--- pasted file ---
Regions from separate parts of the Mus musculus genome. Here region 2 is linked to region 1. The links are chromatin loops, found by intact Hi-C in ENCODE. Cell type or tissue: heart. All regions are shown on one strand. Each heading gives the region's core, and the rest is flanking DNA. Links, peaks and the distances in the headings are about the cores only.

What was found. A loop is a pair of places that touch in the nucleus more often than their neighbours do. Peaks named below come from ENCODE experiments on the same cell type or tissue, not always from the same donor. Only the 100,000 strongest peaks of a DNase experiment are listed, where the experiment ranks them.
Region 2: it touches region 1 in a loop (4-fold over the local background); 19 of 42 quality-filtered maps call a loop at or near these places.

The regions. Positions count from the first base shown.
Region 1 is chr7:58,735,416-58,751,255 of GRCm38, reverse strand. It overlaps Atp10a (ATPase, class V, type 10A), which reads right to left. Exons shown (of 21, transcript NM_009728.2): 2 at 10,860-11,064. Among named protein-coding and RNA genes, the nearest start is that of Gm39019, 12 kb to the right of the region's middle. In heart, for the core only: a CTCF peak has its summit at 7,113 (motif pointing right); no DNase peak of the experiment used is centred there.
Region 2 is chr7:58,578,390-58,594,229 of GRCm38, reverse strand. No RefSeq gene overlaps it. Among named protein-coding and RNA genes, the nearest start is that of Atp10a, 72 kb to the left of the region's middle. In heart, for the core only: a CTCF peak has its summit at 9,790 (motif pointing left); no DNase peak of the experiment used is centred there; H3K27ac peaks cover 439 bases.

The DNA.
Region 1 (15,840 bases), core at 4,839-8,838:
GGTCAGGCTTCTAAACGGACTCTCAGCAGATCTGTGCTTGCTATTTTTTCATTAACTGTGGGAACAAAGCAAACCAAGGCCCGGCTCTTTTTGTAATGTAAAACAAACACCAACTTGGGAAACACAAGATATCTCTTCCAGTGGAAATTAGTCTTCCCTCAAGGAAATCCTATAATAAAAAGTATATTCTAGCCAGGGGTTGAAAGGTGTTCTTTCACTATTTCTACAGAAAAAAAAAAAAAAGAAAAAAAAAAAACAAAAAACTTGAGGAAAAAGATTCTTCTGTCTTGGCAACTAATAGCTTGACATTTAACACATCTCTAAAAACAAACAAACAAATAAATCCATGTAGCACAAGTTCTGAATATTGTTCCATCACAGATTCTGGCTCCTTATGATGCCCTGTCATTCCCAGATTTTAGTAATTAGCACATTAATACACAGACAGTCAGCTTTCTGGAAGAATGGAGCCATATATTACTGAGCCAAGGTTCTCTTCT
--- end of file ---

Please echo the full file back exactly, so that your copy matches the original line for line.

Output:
Regions from separate parts of the Mus musculus genome. Here region 2 is linked to region 1. The links are chromatin loops, found by intact Hi-C in ENCODE. Cell type or tissue: heart. All regions are shown on one strand. Each heading gives the region's core, and the rest is flanking DNA. Links, peaks and the distances in the headings are about the cores only.

What was found. A loop is a pair of places that touch in the nucleus more often than their neighbours do. Peaks named below come from ENCODE experiments on the same cell type or tissue, not always from the same donor. Only the 100,000 strongest peaks of a DNase experiment are listed, where the experiment ranks them.
Region 2: it touches region 1 in a loop (4-fold over the local background); 19 of 42 quality-filtered maps call a loop at or near these places.

The regions. Positions count from the first base shown.
Region 1 is chr7:58,735,416-58,751,255 of GRCm38, reverse strand. It overlaps Atp10a (ATPase, class V, type 10A), which reads right to left. Exons shown (of 21, transcript NM_009728.2): 2 at 10,860-11,064. Among named protein-coding and RNA genes, the nearest start is that of Gm39019, 12 kb to the right of the region's middle. In heart, for the core only: a CTCF peak has its summit at 7,113 (motif pointing right); no DNase peak of the experiment used is centred there.
Region 2 is chr7:58,578,390-58,594,229 of GRCm38, reverse strand. No RefSeq gene overlaps it. Among named protein-coding and RNA genes, the nearest start is that of Atp10a, 72 kb to the left of the region's middle. In heart, for the core only: a CTCF peak has its summit at 9,790 (motif pointing left); no DNase peak of the experiment used is centred there; H3K27ac peaks cover 439 bases.

The DNA.
Region 1 (15,840 bases), core at 4,839-8,838:
GGTCAGGCTTCTAAACGGACTCTCAGCAGATCTGTGCTTGCTATTTTTTCATTAACTGTGGGAACAAAGCAAACCAAGGCCCGGCTCTTTTTGTAATGTAAAACAAACACCAACTTGGGAAACACAAGATATCTCTTCCAGTGGAAATTAGTCTTCCCTCAAGGAAATCCTATAATAAAAAGTATATTCTAGCCAGGGGTTGAAAGGTGTTCTTTCACTATTTCTACAGAAAAAAAAAAAAAAGAAAAAAAAAAAACAAAAAACTTGAGGAAAAAGATTCTTCTGTCTTGGCAACTAATAGCTTGACATTTAACACATCTCTAAAAACAAACAAACAAATAAATCCATGTAGCACAAGTTCTGAATATTGTTCCATCACAGATTCTGGCTCCTTATGATGCCCTGTCATTCCCAGATTTTAGTAATTAGCACATTAATACACAGACAGTCAGCTTTCTGGAAGAATGGAGCCATATATTACTGAGCCAAGGTTCTCTTCT